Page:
My partner always reminds me that no one or no business is irreplaceable. What gives a person or organization value in the world of business is being able to solve a problem in a way that their competitor cannot. The idea is to do business with people “who believe what you believe” as Simon Sinek, author of Start with Why, would say.

So what does niceness have to do with this notion of failure and the transient nature of business? Can someone be “too nice to lead” or is this a construct that should be challenged just as business as usual was challenged by the most recent social entrepreneur and conscious capitalism movements in the last decade?

When I was a child, I used to think about business leaders in much the same way as they are portrayed in the Mary Poppins movie – male bankers who live in fancy concrete buildings, care about ROI and are not too pleased with seeing money spent on “feeding the birds”. But I also had a secret desire to see a business person flying a kite! The key then and now is humanizing business and showing that the people leading the business understand human dreams and challenges and use business to help develop or solve those things their stakeholders care about. Can leaders do this successfully without empathy, without compassion and without “niceness”?

Stanford University’s Center for Compassion and Altruism Research and Education has published articles on the link between business and forgiveness as well as business and compassion. Niceness is a positive trait in leaders because it creates a sense of engagement, helps build both personal and corporate brands and fosters loyalty amongst employees, clients and stakeholders. Niceness is a negative trait, on the other hand, if it undermines other values in the workplace such fairness, productivity and value creation; if it stops leaders from breaking down social structures to make the organization work better or encourage innovation.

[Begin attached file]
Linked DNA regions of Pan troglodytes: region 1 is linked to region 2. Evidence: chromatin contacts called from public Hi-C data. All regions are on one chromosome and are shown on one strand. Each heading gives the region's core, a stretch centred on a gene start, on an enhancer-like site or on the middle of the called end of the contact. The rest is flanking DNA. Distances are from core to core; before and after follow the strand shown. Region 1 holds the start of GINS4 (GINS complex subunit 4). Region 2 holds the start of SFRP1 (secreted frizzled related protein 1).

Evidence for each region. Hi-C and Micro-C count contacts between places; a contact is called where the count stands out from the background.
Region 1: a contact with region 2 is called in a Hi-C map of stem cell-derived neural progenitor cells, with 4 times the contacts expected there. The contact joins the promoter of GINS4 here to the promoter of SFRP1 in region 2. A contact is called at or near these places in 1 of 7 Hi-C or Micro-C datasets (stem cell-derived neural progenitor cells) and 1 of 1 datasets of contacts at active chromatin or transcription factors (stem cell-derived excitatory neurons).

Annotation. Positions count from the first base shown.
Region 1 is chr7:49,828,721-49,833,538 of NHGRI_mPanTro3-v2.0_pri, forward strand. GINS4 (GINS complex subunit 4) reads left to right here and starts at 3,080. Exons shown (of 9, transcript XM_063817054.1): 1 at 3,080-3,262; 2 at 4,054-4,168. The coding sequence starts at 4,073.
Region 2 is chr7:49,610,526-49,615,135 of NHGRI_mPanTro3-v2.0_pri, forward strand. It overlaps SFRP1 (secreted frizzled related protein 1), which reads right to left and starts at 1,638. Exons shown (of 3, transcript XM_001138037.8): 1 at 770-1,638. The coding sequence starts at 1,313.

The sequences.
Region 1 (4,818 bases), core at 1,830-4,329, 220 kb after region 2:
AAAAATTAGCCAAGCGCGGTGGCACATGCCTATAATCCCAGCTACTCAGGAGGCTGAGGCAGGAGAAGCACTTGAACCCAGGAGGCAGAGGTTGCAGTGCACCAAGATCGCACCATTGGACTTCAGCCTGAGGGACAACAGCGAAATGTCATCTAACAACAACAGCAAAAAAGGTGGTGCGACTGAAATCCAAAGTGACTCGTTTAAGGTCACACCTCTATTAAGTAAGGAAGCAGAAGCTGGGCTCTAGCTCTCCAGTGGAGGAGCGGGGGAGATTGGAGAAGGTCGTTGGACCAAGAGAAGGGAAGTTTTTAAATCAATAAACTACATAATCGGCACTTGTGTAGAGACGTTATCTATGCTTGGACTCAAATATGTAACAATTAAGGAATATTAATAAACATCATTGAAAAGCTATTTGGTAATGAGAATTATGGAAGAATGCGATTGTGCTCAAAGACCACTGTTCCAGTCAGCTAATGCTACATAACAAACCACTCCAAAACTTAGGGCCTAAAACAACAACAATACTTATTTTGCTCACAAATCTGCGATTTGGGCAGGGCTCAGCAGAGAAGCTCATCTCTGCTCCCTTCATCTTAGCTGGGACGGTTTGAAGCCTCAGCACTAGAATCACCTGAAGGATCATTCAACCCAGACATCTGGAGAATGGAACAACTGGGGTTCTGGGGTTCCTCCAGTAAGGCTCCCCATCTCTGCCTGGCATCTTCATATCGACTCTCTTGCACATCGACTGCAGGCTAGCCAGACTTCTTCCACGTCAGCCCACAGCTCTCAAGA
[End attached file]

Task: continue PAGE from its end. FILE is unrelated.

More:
Niceness therefore is a positive leadership trait when it humanizes the leader, makes him or her memorable but does not compromise what is best for stakeholders and the business. As we move towards customization across various industries it follows that leaders – and the brands they represent – need to be more in touch with their stakeholders and the world around them. If success means creating and maintaining a strong connection with people in and around your business and appealing to the very basic and simple human principles of dignity and of understanding, then “too nice to lead” may just become a tongue-in-cheek epithet of a bygone leader.

– EMC

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Savvy Saturday August 1st, 2015

Today’s Savvy Saturday quote comes from Emily Dickinson and it’s about courage; courage to stand up, say your opinion, launch your product/service/business, go after a new market or take action. Courage marks the difference between action and inaction and, not surprisingly, success or failure.

Happy first day of August!

– EMC